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Artikel

De Nederlandse veiligheidscultuur als katalysator voor etnisch profileren?

Tijdschrift Tijdschrift over Cultuur & Criminaliteit, Aflevering 2 2013
Trefwoorden ethnic profiling, policing, culture of control, stereotyping
Auteurs Mr. dr. Maartje van der Woude en Prof. dr. Joanne van der Leun
SamenvattingAuteursinformatie

    Over the past couple of decades, the Netherlands unmistakably has developed into a Garlandian style culture of control. A distinct feature of this Dutch culture of control is the increasing interconnectedness between crime and migration in both public and political discourse. As a result of the growing urge to control potential dangerous others, various stop & search powers have been implemented. Besides by their proactive nature, these powers are defined by the fact that they give a fair amount of discretion to individual police officers in deciding who to stop. In this article, while drawing on criminological, sociological and social psychological literature on stereotyping and the rise of a crime complex, the authors will argue that the structural and cultural changes fuelling the emergence of a the typical Dutch culture of control might also affect the individual choices made by police officers in such a way that it fosters ethnic profiling.


Mr. dr. Maartje van der Woude
Mr. dr. Maartje van der Woude is universitair docent criminologie en verbonden aan het Instituut voor Strafrecht & Criminologie van de Universiteit Leiden. Email: m.a.h.vanderwoude@law.leidenuniv.nl

Prof. dr. Joanne van der Leun
Prof. dr. Joanne van der Leun is hoogleraar criminologie en verbonden aan het Instituut voor Strafrecht & Criminologie van de Universiteit Leiden. Email: j.p.vanderleun@law.leidenuniv.nl
Artikel

Met de schrik vrij?

Een exploratief onderzoek naar de afschrikwekkende werking van vreemdelingendetentie

Tijdschrift Tijdschrift over Cultuur & Criminaliteit, Aflevering 1 2013
Trefwoorden Irregular migrants, immigration detention, deterrence, return
Auteurs Mieke Kox MA en Dr. Arjen Leerkes
SamenvattingAuteursinformatie

    Immigration detention is formally not a punishment, but governments do seem to use it to deter irregular migrants from staying in the territory. This study explores whether and how practices of immigration detention in the Netherlands affect detainees’ decision-making processes regarding return and result in ‘specific deterrence’. 81 unauthorized irregular migrants were interviewed in immigration detention and their casefiles were examined. We find evidence for a limited deterrence effect: a minority of the respondents indeed wanted to return to their countries of origin in order to end their (repeated) stay in immigration detention. For some respondents the detention experience contributed to a desire to migrate from the Netherlands to a different European country. We go into the relevance of these findings for the continuing societal debate on the use of immigration detention.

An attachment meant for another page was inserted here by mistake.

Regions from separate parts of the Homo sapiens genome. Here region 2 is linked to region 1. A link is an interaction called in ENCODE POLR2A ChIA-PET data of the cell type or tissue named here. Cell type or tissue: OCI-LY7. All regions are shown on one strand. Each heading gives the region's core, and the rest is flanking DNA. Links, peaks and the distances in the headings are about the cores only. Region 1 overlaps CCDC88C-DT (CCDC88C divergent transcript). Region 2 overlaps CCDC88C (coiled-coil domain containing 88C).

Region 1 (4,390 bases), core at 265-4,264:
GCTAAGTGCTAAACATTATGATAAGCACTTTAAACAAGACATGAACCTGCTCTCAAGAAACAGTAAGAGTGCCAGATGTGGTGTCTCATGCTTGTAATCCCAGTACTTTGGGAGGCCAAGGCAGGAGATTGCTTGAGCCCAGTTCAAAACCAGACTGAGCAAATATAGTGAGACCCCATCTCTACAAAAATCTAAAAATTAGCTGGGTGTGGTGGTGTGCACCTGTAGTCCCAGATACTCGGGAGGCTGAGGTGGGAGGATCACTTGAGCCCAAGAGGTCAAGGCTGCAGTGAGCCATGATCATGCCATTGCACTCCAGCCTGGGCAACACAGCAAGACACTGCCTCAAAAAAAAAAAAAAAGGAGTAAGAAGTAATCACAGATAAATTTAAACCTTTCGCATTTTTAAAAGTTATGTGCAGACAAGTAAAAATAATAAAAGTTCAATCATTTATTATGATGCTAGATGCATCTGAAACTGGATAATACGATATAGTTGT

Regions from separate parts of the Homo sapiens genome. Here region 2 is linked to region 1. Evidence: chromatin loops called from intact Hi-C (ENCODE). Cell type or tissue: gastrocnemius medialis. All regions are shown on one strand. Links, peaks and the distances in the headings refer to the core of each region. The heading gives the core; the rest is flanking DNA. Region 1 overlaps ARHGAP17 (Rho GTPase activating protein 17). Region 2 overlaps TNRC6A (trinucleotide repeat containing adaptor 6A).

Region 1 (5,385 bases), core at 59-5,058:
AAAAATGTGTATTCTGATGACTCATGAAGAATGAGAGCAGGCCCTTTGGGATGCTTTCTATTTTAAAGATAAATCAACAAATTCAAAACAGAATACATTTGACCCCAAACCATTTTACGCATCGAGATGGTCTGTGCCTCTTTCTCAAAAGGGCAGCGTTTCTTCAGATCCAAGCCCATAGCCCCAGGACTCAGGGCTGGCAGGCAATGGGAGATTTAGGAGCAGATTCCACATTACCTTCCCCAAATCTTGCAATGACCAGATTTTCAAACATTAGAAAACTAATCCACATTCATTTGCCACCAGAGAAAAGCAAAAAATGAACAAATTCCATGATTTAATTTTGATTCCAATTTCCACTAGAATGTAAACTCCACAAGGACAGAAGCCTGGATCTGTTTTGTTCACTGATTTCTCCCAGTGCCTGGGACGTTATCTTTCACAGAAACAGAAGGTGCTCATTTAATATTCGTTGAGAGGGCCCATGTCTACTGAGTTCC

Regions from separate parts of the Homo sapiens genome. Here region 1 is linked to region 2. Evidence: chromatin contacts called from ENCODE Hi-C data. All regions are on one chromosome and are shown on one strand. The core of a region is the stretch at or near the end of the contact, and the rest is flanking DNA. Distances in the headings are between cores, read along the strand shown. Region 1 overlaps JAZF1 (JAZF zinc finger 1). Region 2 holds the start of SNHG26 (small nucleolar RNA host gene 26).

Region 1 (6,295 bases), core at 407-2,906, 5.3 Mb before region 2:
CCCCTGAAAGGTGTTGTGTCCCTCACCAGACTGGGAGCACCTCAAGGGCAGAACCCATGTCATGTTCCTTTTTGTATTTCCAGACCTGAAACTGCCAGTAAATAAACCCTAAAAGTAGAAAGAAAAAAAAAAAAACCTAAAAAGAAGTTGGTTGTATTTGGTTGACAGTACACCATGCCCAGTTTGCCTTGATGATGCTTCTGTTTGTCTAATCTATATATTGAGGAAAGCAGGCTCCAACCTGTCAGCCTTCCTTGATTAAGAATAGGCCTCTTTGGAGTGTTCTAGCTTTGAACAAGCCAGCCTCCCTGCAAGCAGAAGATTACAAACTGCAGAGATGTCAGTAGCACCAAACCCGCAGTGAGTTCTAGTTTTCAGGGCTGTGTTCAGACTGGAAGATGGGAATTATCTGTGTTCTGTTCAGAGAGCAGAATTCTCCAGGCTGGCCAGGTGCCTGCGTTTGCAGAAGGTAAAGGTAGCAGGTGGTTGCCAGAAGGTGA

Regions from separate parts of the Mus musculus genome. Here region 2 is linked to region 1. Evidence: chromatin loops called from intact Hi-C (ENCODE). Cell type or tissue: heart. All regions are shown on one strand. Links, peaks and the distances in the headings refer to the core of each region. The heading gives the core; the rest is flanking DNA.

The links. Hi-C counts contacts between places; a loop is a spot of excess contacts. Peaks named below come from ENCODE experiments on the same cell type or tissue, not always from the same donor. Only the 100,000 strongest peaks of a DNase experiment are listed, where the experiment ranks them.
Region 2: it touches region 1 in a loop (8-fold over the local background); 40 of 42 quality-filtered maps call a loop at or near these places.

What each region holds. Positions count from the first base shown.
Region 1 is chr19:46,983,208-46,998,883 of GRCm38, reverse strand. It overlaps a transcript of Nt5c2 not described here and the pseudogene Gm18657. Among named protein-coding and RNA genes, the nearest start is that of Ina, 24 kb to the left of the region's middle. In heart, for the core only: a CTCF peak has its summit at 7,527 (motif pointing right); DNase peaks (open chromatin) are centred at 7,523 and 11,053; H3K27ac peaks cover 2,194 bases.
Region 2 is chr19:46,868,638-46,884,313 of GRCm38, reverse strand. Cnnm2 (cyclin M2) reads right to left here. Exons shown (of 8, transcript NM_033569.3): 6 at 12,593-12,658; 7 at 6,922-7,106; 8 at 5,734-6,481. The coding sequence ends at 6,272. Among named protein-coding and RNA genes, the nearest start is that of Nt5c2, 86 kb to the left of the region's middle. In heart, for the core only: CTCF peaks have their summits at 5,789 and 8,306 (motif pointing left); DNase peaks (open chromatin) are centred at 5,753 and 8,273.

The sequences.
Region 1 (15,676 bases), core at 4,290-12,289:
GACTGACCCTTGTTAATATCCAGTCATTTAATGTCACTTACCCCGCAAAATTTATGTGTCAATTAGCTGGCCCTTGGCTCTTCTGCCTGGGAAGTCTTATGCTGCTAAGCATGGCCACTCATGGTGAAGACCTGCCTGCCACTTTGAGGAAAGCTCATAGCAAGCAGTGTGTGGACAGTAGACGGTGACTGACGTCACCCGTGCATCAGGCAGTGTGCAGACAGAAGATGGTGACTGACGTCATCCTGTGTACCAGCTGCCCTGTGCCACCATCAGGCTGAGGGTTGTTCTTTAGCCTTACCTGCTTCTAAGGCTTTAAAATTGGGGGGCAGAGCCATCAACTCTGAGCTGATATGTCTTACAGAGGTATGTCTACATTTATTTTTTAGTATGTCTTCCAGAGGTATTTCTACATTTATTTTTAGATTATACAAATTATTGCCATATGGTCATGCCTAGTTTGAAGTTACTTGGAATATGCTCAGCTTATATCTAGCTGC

Mieke Kox MA
Mieke Kox MA is als wetenschappelijk docent en onderzoeker verbonden aan de sectie criminologie van de Erasmus Universiteit Rotterdam. E-mail: kox@law.eur.nl

Dr. Arjen Leerkes
Dr. Arjen Leerkes is als universitair docent verbonden aan de sectie sociologie van de Erasmus Universiteit Rotterdam en onderzoeker bij het WODC/Ministerie van Veiligheid en Justitie. E-mail: leerkes@fsw.eur.nl
Artikel

Symmetrie in homicide

Tijdschrift Tijdschrift over Cultuur & Criminaliteit, Aflevering 0 2011
Trefwoorden social rank, honour, conflict, close social bonds, small communities
Auteurs Anton Blok
SamenvattingAuteursinformatie

    An analysis of about 2,200 cases of homicides in the Netherlands committed between 1992 and 2006 shows that lethal violence typically results from conflict in symmetric relations in which social rank is ambiguous. The settings of homicides are mostly well-integrated, small communities, including families, rural villages in tribal and agrarian societies, modern urban neighbourhoods, gettos, criminal organisations, and ethnic enclaves. The mechanism that drives antagonism between people in such places is their attachment, close-knit structure, and common features. Earlier, Simmel developed this insight in lethal conflict when saying ‘the more we have in common with another as whole persons, the more easily will our totality be involved in every single relationship to that person, hence the disproportionate violence to which normally well-controlled people can be moved within their relations to those closest to them.’ Contemporary sociologists, ethnographers, and historians amply corroborated this view of lethal violence. In his comparative work Gould shows a compelling connection between ambiguity of social rank and lethal conflict. Knauft investigated the high homicide rates in a New Guinea community and found that lethal violence resulting from sorcery attributions is not the anti-thesis of the ideal of ‘good company’ but its ultimate culmination.


Anton Blok
Prof. dr. Anton Blok is emeritus hoogleraar Culturele antropologie aan de Universiteit van Amsterdam. E-mail: anton.blok@xs4all.nl.
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